Nov. 17', 1970 D. E. HAGGAN 3,541,436
RESISTANCE INDICATOR USING AN OPERATIONAL AMPLIFIER Filed Feb. 8, 1968 Q 27 3 2| 37/; CONSTANT CURRENT I9 OURCE 5 F I 25 55 l I 29 I?) E l5 Fig.1
in m 13L 8 Fig.2
INVIEN'IOR. DOUGLAS E. HAGGAN AGENT United States Patent O 3,541,436 RESISTANCE INDICATOR USING AN OPERATIONAL AMPLIFIER Douglas E. Haggan, Summerville, N.J., assignor to Burroughs Corporation, Detroit, Mich., a corporation of Michigan Filed Feb. 8, 1968, Ser. No. 703,937 Int. Cl. G01r 27/02 US. Cl. 324-62 7 Claims ABSTRACT OF THE DISCLOSURE A resistance testing device for indicating on a go no-go basis whether an unknown resistance is above or below a predetermined value. The voltage developd across the resistance under test is applied to the differential inputs of an operational amplifier having a high input impedance and an easily adjustable sensitivity. The output of the operational amplifier is connected through a temperature compensating emitter-follower transistor to another transistor which compares the operational amplifier output with a reference voltage established by a Zener diode and controls an indicator lamp. The circuit combination is particularly useful for testing low value resistances less than one ohm.
BACKGROUND OF THE INVENTION In manufacturing and servicing electronic components and circuitry, it is often necessary to measure resistances accurately and rapidly. For example, during the process of inspecting multilayer printed circuit boards, the resistance of certain critical runs therein must be measured to insure that they fall below a predetermined low resistance value, in the order of one ohm or less. The testing of the circuit boards may be performed by reading a digital ohmmeter or other similar instrument; however, in order to minimize the interpretation required by an inspection line operator, it is preferable to provide a go no-go resistance indication by the on-ofl condition of a lamp or a buzzer, for example.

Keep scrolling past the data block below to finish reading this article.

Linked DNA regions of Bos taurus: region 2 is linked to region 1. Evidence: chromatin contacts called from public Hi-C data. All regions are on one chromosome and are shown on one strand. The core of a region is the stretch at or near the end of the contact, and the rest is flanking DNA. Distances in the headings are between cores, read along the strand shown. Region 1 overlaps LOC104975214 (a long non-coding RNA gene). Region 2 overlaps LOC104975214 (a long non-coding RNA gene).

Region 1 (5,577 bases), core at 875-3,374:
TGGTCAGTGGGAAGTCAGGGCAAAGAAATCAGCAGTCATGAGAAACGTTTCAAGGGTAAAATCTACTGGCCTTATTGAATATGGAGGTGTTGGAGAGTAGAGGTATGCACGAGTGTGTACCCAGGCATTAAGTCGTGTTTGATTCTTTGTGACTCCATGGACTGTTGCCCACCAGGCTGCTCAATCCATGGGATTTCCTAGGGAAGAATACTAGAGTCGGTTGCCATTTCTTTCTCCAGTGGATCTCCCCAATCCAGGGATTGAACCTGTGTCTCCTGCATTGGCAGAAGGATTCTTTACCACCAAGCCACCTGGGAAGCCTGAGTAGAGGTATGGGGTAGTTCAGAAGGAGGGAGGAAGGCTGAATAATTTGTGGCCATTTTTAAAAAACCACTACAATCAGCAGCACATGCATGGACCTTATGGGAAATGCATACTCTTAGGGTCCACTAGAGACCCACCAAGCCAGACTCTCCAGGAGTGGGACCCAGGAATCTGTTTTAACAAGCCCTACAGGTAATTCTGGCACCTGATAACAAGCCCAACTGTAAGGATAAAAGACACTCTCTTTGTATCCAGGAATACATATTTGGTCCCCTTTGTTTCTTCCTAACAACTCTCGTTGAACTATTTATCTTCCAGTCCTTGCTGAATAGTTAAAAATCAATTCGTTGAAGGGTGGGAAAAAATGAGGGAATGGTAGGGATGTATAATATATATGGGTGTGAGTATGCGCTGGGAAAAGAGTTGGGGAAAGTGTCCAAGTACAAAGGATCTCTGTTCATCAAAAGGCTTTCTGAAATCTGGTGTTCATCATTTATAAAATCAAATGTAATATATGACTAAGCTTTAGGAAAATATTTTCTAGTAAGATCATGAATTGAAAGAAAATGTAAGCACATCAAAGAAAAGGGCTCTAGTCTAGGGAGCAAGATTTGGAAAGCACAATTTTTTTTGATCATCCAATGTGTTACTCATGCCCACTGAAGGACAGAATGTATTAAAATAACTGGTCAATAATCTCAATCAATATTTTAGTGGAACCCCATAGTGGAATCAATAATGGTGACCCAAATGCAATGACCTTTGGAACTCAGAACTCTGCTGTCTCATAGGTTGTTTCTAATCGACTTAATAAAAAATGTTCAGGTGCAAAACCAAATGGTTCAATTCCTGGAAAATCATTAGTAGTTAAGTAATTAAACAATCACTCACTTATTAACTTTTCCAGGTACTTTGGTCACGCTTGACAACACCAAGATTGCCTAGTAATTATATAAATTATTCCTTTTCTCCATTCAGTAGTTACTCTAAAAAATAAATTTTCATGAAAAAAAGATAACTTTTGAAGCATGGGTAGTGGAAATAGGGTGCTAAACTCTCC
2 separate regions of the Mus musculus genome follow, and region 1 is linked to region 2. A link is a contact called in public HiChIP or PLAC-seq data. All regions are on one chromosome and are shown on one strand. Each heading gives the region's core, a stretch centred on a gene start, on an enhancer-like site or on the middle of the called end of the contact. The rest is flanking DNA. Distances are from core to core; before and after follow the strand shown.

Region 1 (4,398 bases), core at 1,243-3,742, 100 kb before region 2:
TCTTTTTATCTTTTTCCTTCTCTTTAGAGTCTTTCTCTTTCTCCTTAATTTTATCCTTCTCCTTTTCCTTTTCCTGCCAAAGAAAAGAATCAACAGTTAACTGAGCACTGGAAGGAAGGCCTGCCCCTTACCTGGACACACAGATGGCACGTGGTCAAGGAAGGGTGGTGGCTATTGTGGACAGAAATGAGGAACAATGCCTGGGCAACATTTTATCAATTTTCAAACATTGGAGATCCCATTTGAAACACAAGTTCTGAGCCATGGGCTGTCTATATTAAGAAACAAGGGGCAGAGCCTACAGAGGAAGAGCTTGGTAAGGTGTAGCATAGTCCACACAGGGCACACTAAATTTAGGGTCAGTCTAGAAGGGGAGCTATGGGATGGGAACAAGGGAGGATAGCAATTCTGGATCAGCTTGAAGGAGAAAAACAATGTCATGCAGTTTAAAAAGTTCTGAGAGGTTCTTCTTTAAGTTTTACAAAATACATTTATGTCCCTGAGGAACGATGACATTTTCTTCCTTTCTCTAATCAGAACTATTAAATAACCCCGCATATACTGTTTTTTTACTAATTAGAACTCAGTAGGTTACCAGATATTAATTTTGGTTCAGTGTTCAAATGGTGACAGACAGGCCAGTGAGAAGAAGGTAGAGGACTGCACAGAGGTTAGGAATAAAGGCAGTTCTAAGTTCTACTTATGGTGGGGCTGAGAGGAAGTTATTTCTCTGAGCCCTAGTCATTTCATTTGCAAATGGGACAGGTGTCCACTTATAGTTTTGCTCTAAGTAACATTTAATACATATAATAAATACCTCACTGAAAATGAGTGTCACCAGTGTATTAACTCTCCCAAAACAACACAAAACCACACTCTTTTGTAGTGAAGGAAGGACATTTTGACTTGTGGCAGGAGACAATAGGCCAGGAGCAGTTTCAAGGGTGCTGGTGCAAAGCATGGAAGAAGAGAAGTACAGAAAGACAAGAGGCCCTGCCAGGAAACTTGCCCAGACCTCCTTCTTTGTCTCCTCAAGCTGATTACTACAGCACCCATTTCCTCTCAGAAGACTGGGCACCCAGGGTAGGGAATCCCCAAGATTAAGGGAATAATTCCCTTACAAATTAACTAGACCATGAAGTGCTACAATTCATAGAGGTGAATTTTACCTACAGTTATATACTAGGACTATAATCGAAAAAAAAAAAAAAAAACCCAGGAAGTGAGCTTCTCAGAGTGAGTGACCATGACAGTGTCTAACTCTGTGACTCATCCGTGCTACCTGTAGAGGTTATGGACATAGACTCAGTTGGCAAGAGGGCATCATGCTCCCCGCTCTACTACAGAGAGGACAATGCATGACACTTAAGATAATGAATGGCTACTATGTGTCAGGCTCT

Resistance testers for measuring resistances in terms of a simple on-ofi visual or audible indication are presently known in a variety of configurations. For example, in one type of measuring device, the voltage developed across a resistor under test as a result of current flowing therethrough is applied directly to a threshold responsive Zener diode or voltage sensitive relay. This diode or relay may be connected through suitable transistor switching circuitry to a lamp or buzzer. When the resistance under test is above a predetermined value, the voltage across it exceeds the threshold level ot the diode or relay, which in turn causes a lamp to light or a buzzer to sound. This system has the disadvantage that it generally lacks low voltage sensitivity and therefore cannot be used to measure resistances in the order of a few tenths of an ohm. Also, this type of circuit undesirably loads the resistance under test, and may subject it to harmful transient voltage spikes, especially when a highly inductive, voltage sensitive, relay coil is used.